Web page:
He said these strict conditions only related to services on these specific days.

"All the RSL is asking for is two days," he said.

The policy states the RSLWA "remains appalled" at the discrimination suffered by Aboriginal people after they returned from World War I.

But it notes there has been a trend in recent years to add cultural elements to commemoration ceremonies.

"While it is important to recognise cultural and ethnic contributions to the defence of Australia, it is also important to maintain Anzac Day and Remembrance Day as occasions to express unity, a time when all Australians - irrespective of race, culture or religion - come together to remember and reflect," it says.

National RSL president Greg Melick said it was up to each state branch to represent the views of their own members.

But he said the national RSL was very happy that there was Indigenous representation at the National War Memorial event on Anzac Day, which included an annual opening of the service with a didgeridoo performance.

RSL Queensland said it would continue to honour Indigenous veterans at its commemorative services, saying their contribution must not be forgotten.

'Slap in the face' to Indigenous soldiers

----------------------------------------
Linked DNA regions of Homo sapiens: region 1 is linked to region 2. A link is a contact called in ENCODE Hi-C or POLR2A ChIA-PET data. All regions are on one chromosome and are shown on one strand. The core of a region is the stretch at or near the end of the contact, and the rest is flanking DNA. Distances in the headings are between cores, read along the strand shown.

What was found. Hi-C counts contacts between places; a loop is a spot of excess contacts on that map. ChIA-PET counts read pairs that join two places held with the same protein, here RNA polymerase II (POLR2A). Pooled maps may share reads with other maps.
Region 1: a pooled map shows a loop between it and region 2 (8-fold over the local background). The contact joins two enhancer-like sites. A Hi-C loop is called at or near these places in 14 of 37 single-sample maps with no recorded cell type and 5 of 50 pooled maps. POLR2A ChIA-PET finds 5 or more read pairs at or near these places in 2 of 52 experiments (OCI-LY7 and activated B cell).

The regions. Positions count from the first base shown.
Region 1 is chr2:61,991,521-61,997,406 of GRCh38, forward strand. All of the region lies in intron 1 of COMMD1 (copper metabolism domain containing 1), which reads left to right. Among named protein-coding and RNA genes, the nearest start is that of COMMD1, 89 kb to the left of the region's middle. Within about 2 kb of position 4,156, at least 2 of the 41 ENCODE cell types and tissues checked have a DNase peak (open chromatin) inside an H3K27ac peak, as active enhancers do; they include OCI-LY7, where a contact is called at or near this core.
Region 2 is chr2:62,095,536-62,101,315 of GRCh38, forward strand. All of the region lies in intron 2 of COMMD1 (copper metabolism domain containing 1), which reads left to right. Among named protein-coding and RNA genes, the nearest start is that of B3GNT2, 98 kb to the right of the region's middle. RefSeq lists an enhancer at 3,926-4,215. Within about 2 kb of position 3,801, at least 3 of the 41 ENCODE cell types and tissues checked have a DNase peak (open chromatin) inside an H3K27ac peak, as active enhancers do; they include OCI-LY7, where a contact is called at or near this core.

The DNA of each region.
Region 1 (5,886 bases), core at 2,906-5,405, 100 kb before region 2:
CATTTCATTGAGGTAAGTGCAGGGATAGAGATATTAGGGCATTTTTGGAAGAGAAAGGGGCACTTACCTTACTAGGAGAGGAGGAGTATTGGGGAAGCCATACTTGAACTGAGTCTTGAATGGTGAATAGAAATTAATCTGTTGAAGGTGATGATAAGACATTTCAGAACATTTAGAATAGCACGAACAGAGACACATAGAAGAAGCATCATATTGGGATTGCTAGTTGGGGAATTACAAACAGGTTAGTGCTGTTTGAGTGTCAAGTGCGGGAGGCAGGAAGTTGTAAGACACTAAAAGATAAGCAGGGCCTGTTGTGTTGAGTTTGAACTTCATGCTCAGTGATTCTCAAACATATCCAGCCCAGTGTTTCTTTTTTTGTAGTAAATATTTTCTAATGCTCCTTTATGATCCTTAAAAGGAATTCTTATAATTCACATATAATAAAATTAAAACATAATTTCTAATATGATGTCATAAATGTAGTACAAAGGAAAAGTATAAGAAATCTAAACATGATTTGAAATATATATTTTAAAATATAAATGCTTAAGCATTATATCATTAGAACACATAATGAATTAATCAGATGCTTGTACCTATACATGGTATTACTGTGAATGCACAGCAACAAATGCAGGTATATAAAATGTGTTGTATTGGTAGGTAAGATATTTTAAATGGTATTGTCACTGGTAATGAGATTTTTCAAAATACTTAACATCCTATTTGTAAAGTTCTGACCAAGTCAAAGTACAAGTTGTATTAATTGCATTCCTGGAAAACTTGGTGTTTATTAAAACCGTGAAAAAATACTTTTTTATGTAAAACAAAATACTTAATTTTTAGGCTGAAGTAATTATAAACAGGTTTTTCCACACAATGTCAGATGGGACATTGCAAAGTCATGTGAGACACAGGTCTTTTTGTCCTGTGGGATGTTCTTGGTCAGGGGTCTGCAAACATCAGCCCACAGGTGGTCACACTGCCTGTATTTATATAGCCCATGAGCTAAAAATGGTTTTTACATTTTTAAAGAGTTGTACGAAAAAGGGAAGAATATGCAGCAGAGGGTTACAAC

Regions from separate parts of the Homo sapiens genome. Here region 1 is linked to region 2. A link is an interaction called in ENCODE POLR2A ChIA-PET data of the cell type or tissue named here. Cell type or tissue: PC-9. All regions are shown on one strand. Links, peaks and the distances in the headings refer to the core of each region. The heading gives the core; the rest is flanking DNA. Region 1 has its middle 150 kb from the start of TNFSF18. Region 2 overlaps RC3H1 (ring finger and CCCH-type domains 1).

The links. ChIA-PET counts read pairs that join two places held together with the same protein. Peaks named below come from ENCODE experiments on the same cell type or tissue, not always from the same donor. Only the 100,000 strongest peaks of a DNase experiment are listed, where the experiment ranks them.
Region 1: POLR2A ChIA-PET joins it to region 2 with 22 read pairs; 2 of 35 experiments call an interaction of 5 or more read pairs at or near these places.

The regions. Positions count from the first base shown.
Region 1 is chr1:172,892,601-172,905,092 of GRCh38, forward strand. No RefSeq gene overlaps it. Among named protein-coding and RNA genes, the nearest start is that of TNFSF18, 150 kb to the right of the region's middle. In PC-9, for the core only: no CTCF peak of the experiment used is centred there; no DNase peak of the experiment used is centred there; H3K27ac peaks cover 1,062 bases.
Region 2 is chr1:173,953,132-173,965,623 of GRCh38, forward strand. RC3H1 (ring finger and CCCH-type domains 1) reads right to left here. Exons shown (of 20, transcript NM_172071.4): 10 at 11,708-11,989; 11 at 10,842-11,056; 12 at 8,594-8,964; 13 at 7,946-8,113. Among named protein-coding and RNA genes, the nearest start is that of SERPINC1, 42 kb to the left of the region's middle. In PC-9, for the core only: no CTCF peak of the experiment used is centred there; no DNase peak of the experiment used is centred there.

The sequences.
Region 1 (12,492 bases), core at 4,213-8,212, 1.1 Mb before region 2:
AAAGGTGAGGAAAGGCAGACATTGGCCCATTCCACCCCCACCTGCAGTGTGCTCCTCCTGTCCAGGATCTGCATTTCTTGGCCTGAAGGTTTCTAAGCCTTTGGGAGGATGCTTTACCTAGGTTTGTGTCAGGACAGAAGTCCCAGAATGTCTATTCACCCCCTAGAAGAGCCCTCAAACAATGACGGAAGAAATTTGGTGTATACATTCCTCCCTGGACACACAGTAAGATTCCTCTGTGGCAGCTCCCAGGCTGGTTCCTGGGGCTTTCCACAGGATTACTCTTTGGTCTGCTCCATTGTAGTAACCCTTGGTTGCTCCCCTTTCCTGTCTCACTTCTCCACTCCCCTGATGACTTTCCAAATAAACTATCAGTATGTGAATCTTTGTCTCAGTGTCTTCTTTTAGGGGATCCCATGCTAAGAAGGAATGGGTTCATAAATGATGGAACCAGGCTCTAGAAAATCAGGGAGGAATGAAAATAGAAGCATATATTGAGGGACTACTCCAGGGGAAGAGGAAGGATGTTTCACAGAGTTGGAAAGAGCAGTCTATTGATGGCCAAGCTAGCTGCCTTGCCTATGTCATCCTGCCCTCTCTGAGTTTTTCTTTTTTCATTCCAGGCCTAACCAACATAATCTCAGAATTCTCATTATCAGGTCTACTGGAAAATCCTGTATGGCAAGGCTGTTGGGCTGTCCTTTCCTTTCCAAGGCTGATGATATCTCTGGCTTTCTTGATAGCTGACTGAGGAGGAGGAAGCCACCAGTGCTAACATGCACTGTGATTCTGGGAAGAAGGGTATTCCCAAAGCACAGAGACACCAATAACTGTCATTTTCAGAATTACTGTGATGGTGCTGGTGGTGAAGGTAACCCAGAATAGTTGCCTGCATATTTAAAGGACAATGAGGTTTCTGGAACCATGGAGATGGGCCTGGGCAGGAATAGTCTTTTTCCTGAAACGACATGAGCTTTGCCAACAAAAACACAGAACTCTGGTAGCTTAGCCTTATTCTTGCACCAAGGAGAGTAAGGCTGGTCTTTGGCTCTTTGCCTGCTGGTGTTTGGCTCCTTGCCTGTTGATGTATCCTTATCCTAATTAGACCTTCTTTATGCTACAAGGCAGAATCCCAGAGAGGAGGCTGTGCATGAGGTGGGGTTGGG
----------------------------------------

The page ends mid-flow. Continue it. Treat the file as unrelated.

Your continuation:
Gary Oakley, president of the Aboriginal and Torres Strait Islander Veterans and Services Association of Australia, said the policy was draconian.

"I thought it was behind the times," he said.

"If you look at the rest of Australia and what happens at Anzac days around Australia, I just think that they're barking up the wrong tree, to be honest."

Oakley said he found the bans personally offensive.

"As an Indigenous person, I think it's a bit of a slap in the face to us because this is our country," he said.

"We've been protecting country for 60,000-plus years and we fought two world wars as non-citizens, illegally, and yet we volunteered to fight for this country.

"We kind of have the right to be [represented] in these Anzac Day ceremonies.

"I don't understand where they're actually coming from. It's like old-school thinking, something from the 30s or the 40s."

Official attacks decision

WA Treasurer and Yamatji man Ben Wyatt criticised the decision as "regrettable and divisive" in a tweet posted this morning, calling on the RSL to immediately rethink the move.